Tapped by high school science teachers as Huntington’s best, Kianna Criscuola was honored by the Science Teachers Association of New York State at a festive dinner at Villa Lombardi in Holbrook that recognized scholars from across Suffolk.
Vice president of Huntington’s Science National Honor Society chapter and co-president of Natural Helpers, whose members assist and support classmates as they work through challenging personal circumstances, Ms. Criscuola is a scholar with a very big heart.
The senior plans to attend Colgate University in upstate New York where she is interested in pursuing ecology or environmental science studies. Ms. Criscuola credits her success to “being curious and asking questions.”
STANYS honored one senior from each Suffolk high school who had been chosen by teachers as that district’s “outstanding senior science student.” Ms. Criscuola was accompanied at the awards dinner by Huntington High School physics and engineering teacher Stacey Byrnes.
“I am greatly appreciative of this honor and am grateful for all of the opportunities that the Huntington science department has provided me with,” Ms. Criscuola said. “I brought Ms. Byrnes to the dinner because she has been an extremely influential part of my science journey.”
“Each year, we teachers could probably fill a room with students who are deserving of this award,” Ms. Byrnes told the crowd at the dinner. “We have so many smart and hardworking science students, but I don’t think anyone has the same passion for science that Kianna does. She found the science department in her freshman year and with that, she found her home in the high school. Starting as a freshman, every new science class she took, she tell deeper in love with science.”
Ms. Criscuola has also been a key player for the Blue Devil varsity volleyball team. She garnered All-County Academic honors in the sport last fall.
“When Kianna took Living Environment Honors as a freshman, she got such excitement out of every new subject covered that she set a goal to become a senior intern in a Living Environment class so she could help instill that same excitement in the younger students and she did exactly that throughout this year,” Ms. Byrnes said.
After completing Advanced Placement Biology, the teenager thought she might what to take a pre-med route in college. “For a while, she even thought about going into the biological side of forensic science,” Ms. Byrnes said. “When she took AP Environmental Science, she decided that her true passion was environmental and ecological sciences. After taking AP Chemistry, she gained a new perspective on the world around her and while the class was difficult, she learned not to take challenges as defeat. I won’t take it personally that she never fell in love with AP Physics, even though I was finally her teacher this year. But I’ll let her off the hook for that because she worked as my physics lab assistant for the past two years, so she must have found some enjoyment in the subject.”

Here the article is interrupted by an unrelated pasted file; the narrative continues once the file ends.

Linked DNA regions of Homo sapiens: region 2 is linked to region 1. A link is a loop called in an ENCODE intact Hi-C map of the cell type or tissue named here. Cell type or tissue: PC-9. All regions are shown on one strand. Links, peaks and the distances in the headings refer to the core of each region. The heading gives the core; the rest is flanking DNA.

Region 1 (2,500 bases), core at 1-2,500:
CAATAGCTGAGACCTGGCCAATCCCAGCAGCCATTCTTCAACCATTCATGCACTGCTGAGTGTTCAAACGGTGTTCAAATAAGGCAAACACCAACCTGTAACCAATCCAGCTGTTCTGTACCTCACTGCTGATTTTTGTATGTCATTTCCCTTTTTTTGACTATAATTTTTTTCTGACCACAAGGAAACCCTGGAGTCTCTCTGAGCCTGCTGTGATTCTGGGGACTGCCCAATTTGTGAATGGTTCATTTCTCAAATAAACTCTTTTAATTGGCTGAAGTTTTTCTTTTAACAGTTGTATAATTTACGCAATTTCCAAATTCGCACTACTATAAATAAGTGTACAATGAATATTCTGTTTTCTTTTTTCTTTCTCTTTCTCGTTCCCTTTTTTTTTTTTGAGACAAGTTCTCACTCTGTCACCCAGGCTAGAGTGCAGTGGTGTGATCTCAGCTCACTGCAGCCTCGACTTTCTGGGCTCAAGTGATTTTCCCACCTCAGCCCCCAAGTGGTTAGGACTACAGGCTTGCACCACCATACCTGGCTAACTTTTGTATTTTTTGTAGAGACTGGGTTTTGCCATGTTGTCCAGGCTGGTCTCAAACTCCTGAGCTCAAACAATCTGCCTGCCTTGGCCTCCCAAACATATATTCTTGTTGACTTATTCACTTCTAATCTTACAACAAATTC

The senior said taking challenging classes she is passionate about has provided her with an opportunity to learn about a variety of academic areas.
“Kianna packed her schedule throughout high school, often giving up her lunch period so she could take multiple science classes in a year and I think she came pretty close to taking all the science classes we offer,” Ms. Byrnes said.
Ms. Criscuola said finding a balance between academics, extracurricular activities and her social life has contributed to her success.
“Kianna’s excitement is palpable with each new science concept she learns and with each new concept, she thinks about how she can use the science knowledge learned to make the world a better place,” Ms. Byrnes said. “Kianna is the light for so many of her teachers and peers at Huntington High School and we know that wherever her path throughout life leads her, science will always be the light illuminating her way.”